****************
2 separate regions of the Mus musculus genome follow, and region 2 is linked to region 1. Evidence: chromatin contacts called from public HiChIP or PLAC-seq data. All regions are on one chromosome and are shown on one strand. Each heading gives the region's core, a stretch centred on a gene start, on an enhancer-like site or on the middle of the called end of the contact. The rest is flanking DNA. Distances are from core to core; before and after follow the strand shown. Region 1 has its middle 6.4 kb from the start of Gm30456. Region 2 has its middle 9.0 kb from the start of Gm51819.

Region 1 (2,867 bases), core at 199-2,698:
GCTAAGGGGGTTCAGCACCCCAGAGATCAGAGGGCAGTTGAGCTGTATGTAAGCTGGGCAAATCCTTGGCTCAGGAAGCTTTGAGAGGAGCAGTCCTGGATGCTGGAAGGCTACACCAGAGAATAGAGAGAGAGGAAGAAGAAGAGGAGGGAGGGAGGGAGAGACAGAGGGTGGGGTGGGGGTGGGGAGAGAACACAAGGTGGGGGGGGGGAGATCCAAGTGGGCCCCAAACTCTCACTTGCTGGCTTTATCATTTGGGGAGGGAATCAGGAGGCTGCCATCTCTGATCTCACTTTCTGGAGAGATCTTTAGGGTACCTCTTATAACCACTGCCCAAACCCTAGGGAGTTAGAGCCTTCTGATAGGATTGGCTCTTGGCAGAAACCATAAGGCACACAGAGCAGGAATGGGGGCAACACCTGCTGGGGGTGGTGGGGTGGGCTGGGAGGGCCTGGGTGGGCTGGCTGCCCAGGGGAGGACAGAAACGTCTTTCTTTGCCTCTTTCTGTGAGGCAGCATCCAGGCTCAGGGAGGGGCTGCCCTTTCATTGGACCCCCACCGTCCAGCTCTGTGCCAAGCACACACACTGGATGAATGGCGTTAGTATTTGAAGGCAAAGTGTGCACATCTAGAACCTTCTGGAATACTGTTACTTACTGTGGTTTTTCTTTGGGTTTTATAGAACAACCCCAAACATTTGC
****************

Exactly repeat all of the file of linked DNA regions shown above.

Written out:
2 separate regions of the Mus musculus genome follow, and region 2 is linked to region 1. Evidence: chromatin contacts called from public HiChIP or PLAC-seq data. All regions are on one chromosome and are shown on one strand. Each heading gives the region's core, a stretch centred on a gene start, on an enhancer-like site or on the middle of the called end of the contact. The rest is flanking DNA. Distances are from core to core; before and after follow the strand shown. Region 1 has its middle 6.4 kb from the start of Gm30456. Region 2 has its middle 9.0 kb from the start of Gm51819.

Region 1 (2,867 bases), core at 199-2,698:
GCTAAGGGGGTTCAGCACCCCAGAGATCAGAGGGCAGTTGAGCTGTATGTAAGCTGGGCAAATCCTTGGCTCAGGAAGCTTTGAGAGGAGCAGTCCTGGATGCTGGAAGGCTACACCAGAGAATAGAGAGAGAGGAAGAAGAAGAGGAGGGAGGGAGGGAGAGACAGAGGGTGGGGTGGGGGTGGGGAGAGAACACAAGGTGGGGGGGGGGAGATCCAAGTGGGCCCCAAACTCTCACTTGCTGGCTTTATCATTTGGGGAGGGAATCAGGAGGCTGCCATCTCTGATCTCACTTTCTGGAGAGATCTTTAGGGTACCTCTTATAACCACTGCCCAAACCCTAGGGAGTTAGAGCCTTCTGATAGGATTGGCTCTTGGCAGAAACCATAAGGCACACAGAGCAGGAATGGGGGCAACACCTGCTGGGGGTGGTGGGGTGGGCTGGGAGGGCCTGGGTGGGCTGGCTGCCCAGGGGAGGACAGAAACGTCTTTCTTTGCCTCTTTCTGTGAGGCAGCATCCAGGCTCAGGGAGGGGCTGCCCTTTCATTGGACCCCCACCGTCCAGCTCTGTGCCAAGCACACACACTGGATGAATGGCGTTAGTATTTGAAGGCAAAGTGTGCACATCTAGAACCTTCTGGAATACTGTTACTTACTGTGGTTTTTCTTTGGGTTTTATAGAACAACCCCAAACATTTGC